Editor's take: Future astronauts could one day utilize natural structures already in place on the Moon and Mars as the foundation for human colonies. Not having to build above-ground bases would save massive amounts of money and could expedite the colonization of these bodies by many years.
Researchers from the University of Bologna in collaboration with those from the University of Padua have compared lava tubes here on Earth with counterparts on the Moon and Mars. The cave-like structures, also called pyroducts, are a natural conduit created by the flow of lava from a volcano.
Based on what we have been able to observe through satellite imagery and interplanetary probes (we don't have direct information yet), the researchers believe these channels could be ideal candidates for underground bases.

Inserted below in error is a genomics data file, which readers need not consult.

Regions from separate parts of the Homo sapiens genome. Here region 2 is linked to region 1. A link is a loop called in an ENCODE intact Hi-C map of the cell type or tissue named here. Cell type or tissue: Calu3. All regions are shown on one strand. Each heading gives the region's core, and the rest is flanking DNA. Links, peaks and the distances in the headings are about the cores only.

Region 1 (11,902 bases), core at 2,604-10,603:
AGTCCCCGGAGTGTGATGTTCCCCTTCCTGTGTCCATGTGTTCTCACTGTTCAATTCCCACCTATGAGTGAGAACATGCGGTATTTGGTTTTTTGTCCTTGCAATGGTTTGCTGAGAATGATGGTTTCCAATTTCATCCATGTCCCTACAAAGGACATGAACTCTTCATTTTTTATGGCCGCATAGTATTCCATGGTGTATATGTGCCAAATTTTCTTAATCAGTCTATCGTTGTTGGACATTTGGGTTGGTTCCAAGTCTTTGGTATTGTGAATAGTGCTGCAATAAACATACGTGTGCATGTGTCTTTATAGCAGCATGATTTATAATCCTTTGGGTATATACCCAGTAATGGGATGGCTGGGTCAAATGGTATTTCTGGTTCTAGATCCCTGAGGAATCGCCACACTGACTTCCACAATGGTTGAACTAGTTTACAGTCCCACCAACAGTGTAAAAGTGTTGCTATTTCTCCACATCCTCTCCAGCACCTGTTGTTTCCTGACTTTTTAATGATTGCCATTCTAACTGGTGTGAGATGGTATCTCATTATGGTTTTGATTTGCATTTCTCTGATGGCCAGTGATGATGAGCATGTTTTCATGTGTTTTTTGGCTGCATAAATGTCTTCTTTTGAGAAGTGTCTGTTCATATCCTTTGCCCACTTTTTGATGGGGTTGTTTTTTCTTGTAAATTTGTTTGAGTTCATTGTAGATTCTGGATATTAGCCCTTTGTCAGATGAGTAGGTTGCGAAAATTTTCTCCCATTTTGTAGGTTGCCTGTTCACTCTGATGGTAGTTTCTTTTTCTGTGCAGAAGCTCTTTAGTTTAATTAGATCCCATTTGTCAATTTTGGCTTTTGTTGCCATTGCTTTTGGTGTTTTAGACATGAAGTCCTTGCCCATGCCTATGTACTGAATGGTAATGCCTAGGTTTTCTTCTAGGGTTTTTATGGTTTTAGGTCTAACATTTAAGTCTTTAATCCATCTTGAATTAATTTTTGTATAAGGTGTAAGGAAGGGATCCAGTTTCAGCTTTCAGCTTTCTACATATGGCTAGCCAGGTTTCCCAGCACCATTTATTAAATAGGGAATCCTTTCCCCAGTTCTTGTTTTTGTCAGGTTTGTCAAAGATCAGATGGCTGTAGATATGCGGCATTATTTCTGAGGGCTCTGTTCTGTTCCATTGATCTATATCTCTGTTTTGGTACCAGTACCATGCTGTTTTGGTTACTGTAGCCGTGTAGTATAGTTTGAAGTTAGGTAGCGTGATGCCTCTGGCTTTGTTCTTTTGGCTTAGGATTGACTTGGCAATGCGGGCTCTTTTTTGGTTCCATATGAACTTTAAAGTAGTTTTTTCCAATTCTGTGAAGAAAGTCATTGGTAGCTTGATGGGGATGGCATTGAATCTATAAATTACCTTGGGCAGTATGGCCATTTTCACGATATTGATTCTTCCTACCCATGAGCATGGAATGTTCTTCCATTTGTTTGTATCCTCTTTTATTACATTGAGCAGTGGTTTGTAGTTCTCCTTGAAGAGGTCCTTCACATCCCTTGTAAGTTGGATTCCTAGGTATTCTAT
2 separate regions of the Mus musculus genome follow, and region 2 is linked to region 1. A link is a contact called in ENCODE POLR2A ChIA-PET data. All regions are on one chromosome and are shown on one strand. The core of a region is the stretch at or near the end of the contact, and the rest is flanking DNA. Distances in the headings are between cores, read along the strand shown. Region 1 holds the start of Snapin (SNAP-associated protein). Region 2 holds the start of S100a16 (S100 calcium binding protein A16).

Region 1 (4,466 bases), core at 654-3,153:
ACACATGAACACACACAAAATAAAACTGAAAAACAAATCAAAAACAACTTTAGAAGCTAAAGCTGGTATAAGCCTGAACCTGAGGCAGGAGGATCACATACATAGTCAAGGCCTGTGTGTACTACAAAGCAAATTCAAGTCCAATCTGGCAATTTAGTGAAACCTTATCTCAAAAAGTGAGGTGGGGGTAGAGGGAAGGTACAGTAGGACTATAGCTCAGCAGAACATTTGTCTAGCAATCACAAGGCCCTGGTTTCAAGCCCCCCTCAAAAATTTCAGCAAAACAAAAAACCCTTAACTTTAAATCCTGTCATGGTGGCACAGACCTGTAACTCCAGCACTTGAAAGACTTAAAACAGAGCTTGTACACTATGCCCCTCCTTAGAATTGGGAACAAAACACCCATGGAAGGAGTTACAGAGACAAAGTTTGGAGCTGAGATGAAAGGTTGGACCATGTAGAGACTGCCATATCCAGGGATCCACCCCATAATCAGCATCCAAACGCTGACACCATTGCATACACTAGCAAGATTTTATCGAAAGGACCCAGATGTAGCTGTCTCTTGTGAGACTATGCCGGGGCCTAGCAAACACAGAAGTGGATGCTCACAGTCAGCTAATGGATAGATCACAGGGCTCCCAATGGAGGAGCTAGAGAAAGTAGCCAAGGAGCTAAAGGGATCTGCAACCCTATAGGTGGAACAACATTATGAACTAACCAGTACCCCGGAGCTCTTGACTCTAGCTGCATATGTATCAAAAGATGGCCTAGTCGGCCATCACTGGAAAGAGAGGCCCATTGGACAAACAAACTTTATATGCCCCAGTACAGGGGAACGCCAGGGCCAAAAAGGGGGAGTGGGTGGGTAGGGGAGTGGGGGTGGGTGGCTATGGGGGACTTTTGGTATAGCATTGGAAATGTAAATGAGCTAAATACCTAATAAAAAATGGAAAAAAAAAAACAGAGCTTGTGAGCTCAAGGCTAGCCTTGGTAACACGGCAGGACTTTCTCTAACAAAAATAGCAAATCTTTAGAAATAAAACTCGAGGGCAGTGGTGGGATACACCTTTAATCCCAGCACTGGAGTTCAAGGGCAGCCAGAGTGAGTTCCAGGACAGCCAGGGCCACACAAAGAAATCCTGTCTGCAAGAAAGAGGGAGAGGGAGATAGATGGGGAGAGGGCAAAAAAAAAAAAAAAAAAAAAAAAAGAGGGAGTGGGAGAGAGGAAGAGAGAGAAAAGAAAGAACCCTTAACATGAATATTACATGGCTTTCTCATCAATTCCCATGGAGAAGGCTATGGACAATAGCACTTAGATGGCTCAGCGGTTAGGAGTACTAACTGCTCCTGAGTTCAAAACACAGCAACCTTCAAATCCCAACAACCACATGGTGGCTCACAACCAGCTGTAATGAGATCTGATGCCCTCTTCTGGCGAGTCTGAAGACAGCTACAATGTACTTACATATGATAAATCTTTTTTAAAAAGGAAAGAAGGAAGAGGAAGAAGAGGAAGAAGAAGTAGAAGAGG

For starters, they're massive. It is believed that some Martian tubes are 100 times wider than those on Earth, which typically have a diameter of 30 to 100 feet. Examples on the Moon, meanwhile, could be up to 1,000 times wider than local variants, with some stretching on for up to 25 miles in length.
Furthermore, the tubes could shield inhabitants from cosmic and solar radiation, help regulate temperature swings between day and night, and even protect people from micrometeorite impacts that are common on such bodies.